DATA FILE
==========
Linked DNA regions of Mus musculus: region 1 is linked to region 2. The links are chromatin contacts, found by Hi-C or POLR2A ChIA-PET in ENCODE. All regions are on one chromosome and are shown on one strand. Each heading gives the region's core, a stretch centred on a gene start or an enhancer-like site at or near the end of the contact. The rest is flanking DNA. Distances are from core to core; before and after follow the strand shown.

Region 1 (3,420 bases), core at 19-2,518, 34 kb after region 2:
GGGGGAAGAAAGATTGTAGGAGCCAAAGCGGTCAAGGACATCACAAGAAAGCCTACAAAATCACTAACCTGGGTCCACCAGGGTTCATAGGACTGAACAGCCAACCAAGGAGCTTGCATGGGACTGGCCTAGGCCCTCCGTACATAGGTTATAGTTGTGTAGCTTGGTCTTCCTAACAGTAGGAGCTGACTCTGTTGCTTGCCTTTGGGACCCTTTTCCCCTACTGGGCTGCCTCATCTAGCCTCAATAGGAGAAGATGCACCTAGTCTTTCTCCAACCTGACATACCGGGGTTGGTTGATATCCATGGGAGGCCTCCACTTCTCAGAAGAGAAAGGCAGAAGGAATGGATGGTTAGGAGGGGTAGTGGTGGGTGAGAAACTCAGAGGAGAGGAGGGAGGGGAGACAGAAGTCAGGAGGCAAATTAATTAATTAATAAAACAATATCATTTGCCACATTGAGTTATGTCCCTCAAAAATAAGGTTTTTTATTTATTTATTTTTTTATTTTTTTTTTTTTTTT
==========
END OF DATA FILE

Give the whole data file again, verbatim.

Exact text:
Linked DNA regions of Mus musculus: region 1 is linked to region 2. The links are chromatin contacts, found by Hi-C or POLR2A ChIA-PET in ENCODE. All regions are on one chromosome and are shown on one strand. Each heading gives the region's core, a stretch centred on a gene start or an enhancer-like site at or near the end of the contact. The rest is flanking DNA. Distances are from core to core; before and after follow the strand shown.

Region 1 (3,420 bases), core at 19-2,518, 34 kb after region 2:
GGGGGAAGAAAGATTGTAGGAGCCAAAGCGGTCAAGGACATCACAAGAAAGCCTACAAAATCACTAACCTGGGTCCACCAGGGTTCATAGGACTGAACAGCCAACCAAGGAGCTTGCATGGGACTGGCCTAGGCCCTCCGTACATAGGTTATAGTTGTGTAGCTTGGTCTTCCTAACAGTAGGAGCTGACTCTGTTGCTTGCCTTTGGGACCCTTTTCCCCTACTGGGCTGCCTCATCTAGCCTCAATAGGAGAAGATGCACCTAGTCTTTCTCCAACCTGACATACCGGGGTTGGTTGATATCCATGGGAGGCCTCCACTTCTCAGAAGAGAAAGGCAGAAGGAATGGATGGTTAGGAGGGGTAGTGGTGGGTGAGAAACTCAGAGGAGAGGAGGGAGGGGAGACAGAAGTCAGGAGGCAAATTAATTAATTAATAAAACAATATCATTTGCCACATTGAGTTATGTCCCTCAAAAATAAGGTTTTTTATTTATTTATTTTTTTATTTTTTTTTTTTTTTT